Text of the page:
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Archaeologists discover 13,000-year-old arrowhead in Northampton field

  • Left, Bud Driver and Barbara Calogero work on sifting soil in an archeological dig to confirm if a potato field in the Northampon Meadows was used as a Native American hunting ground. In the back ground is Jason Lovett who found an arrowhead in the field at an earlier date. —GAZETTE STAFF/CAROL LOLLIS

  • Above, from left, Peter Thomas, Bud Driver and Barbara Calogero work on sifting soil in an archeological dig earlier this month to confirm if a potato field in the Meadows in Northampton was a hunting ground for Native Americans. Below left, Bud Driver holds a flint artifact found in the fields, which are owned by Allard's Farm in Northampton and leased by Szawlowski Potato Farms. Below right, Jason Lovett digs up dirt while Barbara Calogero and Bud Driver work on sifting it. GAZETTE STAFF/CAROL LOLLIS PHOTOS

  • Left, Bud Driver and Barbara Calogero work on sifting soil in an archeological dig to confirm if a potato field in the Northampton Meadows was used as a hunting ground by Native Americans. In the back ground is Jason Lovett who found a arrow head in the field at an earlier date. —GAZETTE STAFF/CAROL LOLLIS

  • Jason Lovett digs up dirt while middle Barbara Calogero and Bud Driver, work on sifting soil in an archeological dig to confirm if a potato field in the Northampton Meadows was used as a hunting ground by Native Americans.  —GAZETTE STAFF/CAROL LOLLIS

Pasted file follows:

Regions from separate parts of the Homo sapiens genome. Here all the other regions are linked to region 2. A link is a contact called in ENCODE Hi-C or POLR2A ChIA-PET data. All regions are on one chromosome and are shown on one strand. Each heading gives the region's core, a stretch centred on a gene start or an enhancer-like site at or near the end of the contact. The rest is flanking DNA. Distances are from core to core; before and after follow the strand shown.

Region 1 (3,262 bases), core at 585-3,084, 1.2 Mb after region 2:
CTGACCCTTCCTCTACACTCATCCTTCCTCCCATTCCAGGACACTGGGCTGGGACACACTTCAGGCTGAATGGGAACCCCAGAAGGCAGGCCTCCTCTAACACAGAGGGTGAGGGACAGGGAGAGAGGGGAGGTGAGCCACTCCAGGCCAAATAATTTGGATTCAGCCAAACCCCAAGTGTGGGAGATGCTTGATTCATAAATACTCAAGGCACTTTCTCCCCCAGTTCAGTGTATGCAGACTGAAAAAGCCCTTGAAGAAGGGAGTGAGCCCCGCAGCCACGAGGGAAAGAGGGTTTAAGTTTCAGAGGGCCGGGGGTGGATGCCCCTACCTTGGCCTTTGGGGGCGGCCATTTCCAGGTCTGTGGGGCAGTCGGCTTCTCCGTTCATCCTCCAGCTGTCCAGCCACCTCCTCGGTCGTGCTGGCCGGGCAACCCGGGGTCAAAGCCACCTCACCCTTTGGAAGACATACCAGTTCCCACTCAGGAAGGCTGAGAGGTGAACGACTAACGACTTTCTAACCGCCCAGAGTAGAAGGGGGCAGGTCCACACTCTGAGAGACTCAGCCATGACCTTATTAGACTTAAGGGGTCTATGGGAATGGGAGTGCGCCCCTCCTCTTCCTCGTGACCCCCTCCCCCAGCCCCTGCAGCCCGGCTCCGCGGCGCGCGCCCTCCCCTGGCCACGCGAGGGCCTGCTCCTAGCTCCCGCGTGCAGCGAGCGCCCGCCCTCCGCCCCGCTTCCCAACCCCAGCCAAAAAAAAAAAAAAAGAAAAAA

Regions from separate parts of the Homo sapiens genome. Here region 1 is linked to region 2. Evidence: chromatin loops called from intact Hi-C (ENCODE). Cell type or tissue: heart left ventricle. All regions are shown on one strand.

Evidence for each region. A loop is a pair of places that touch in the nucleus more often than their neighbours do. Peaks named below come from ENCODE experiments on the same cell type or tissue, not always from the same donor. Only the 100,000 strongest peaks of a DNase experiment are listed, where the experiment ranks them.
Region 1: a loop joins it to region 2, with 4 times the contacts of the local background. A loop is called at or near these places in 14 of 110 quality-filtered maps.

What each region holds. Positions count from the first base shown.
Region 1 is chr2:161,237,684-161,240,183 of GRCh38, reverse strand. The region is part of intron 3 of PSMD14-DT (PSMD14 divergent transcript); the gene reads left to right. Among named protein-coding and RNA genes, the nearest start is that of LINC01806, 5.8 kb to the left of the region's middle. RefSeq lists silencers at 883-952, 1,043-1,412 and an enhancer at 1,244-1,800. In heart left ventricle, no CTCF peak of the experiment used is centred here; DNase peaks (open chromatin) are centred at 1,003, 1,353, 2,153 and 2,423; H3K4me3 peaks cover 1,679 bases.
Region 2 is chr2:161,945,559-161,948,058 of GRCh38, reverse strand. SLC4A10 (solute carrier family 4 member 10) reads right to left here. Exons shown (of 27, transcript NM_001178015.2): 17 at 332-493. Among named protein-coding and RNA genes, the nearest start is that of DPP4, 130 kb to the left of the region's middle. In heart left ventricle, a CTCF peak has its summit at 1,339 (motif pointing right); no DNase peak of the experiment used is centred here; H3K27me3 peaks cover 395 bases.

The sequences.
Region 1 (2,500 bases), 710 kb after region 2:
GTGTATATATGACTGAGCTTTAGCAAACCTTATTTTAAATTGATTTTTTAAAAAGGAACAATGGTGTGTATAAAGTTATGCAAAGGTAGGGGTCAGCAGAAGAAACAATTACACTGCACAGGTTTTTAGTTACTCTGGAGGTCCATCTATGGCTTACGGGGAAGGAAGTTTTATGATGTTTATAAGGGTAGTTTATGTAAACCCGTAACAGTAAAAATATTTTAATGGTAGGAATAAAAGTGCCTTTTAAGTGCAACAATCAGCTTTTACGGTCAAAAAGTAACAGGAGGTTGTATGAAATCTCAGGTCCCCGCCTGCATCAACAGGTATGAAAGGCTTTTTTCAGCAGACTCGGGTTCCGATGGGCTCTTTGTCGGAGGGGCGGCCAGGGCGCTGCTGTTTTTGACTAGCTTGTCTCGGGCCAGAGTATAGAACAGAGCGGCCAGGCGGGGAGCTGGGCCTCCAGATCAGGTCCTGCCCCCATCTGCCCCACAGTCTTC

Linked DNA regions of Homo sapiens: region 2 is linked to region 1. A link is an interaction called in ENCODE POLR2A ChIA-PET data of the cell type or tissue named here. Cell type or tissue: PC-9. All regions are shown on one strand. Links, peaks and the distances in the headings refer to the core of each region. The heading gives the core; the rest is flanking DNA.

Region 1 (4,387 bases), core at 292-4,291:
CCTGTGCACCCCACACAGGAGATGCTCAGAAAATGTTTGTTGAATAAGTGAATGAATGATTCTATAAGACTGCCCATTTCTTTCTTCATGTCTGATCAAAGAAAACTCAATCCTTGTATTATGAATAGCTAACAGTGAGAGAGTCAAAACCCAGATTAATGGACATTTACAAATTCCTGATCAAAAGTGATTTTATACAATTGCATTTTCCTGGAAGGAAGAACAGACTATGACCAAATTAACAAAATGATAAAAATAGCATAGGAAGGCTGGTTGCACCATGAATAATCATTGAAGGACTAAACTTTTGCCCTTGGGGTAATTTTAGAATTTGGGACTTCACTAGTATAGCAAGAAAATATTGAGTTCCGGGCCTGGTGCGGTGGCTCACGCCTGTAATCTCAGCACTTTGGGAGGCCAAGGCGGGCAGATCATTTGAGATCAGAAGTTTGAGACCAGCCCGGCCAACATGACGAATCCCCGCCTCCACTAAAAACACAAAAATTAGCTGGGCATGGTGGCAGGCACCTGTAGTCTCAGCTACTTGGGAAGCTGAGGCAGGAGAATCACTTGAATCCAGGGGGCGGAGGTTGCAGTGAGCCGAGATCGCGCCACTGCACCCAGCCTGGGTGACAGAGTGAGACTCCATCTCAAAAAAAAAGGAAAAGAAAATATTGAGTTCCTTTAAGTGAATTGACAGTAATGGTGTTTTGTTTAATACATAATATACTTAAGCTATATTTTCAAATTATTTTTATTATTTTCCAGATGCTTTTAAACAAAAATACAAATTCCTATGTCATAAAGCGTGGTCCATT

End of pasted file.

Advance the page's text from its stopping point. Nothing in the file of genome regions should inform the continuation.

• Mike Gramly holds pieces of flint that are trimmings or flakes that are struck off while sharpening stone tools and are indicators that an area was used as a hunting ground by Native Americans.  —GAZETTE STAFF/CAROL LOLLIS

  • Bud Driver, left, and Mike Gramly work on sifting soil on an archaeological dig earlier in May to confirm if a potato field in the Northampton Meadows was used as a hunting ground by Native Americans.  GAZETTE STAFF/CAROL LOLLIS

  • Bud Driver holds artifact found in the fields owned by Allard's Farm in Northampton and leased by Szawlowski Potato Farms. —GAZETTE STAFF/CAROL LOLLIS

  • Bud Driver holds artifact found in the fields owned by Allard's Farm in Northampton and leased by Szawlowski Potato Farms. —GAZETTE STAFF/CAROL LOLLIS

  • Bud Driver holds artifact found in the fields owned by Allard's Farm in Northampton and leased by Szawlowski Potato Farms. —GAZETTE STAFF/CAROL LOLLIS

  • Bud Driver holds artifact found in the fields owned by Allard's Farm in Northampton and leased by Szawlowski Potato Farms. —GAZETTE STAFF/CAROL LOLLIS



For the Gazette
Thursday, May 25, 2017

NORTHAMPTON — Archaeologists say an arrowhead found resting in a Northampton field may be among the oldest artifacts ever found in Massachusetts. And the researchers investigating it now have a broader lens through which to examine prehistoric life in the Valley.

“This is just the very beginning of what will probably prove to be a very important archaeological site,” said Richard Gramly, an archaeologist from North Andover who is leading a team of researchers exploring the patch of farmland in the Meadows just outside of downtown.

The research began with the 2015 discovery of what is believed to be a Clovis point arrowhead, which Gramly says could be 12,800 or more years old and worth as much as $15,000. “Clovis” refers to a Native American culture widely known for its stonework.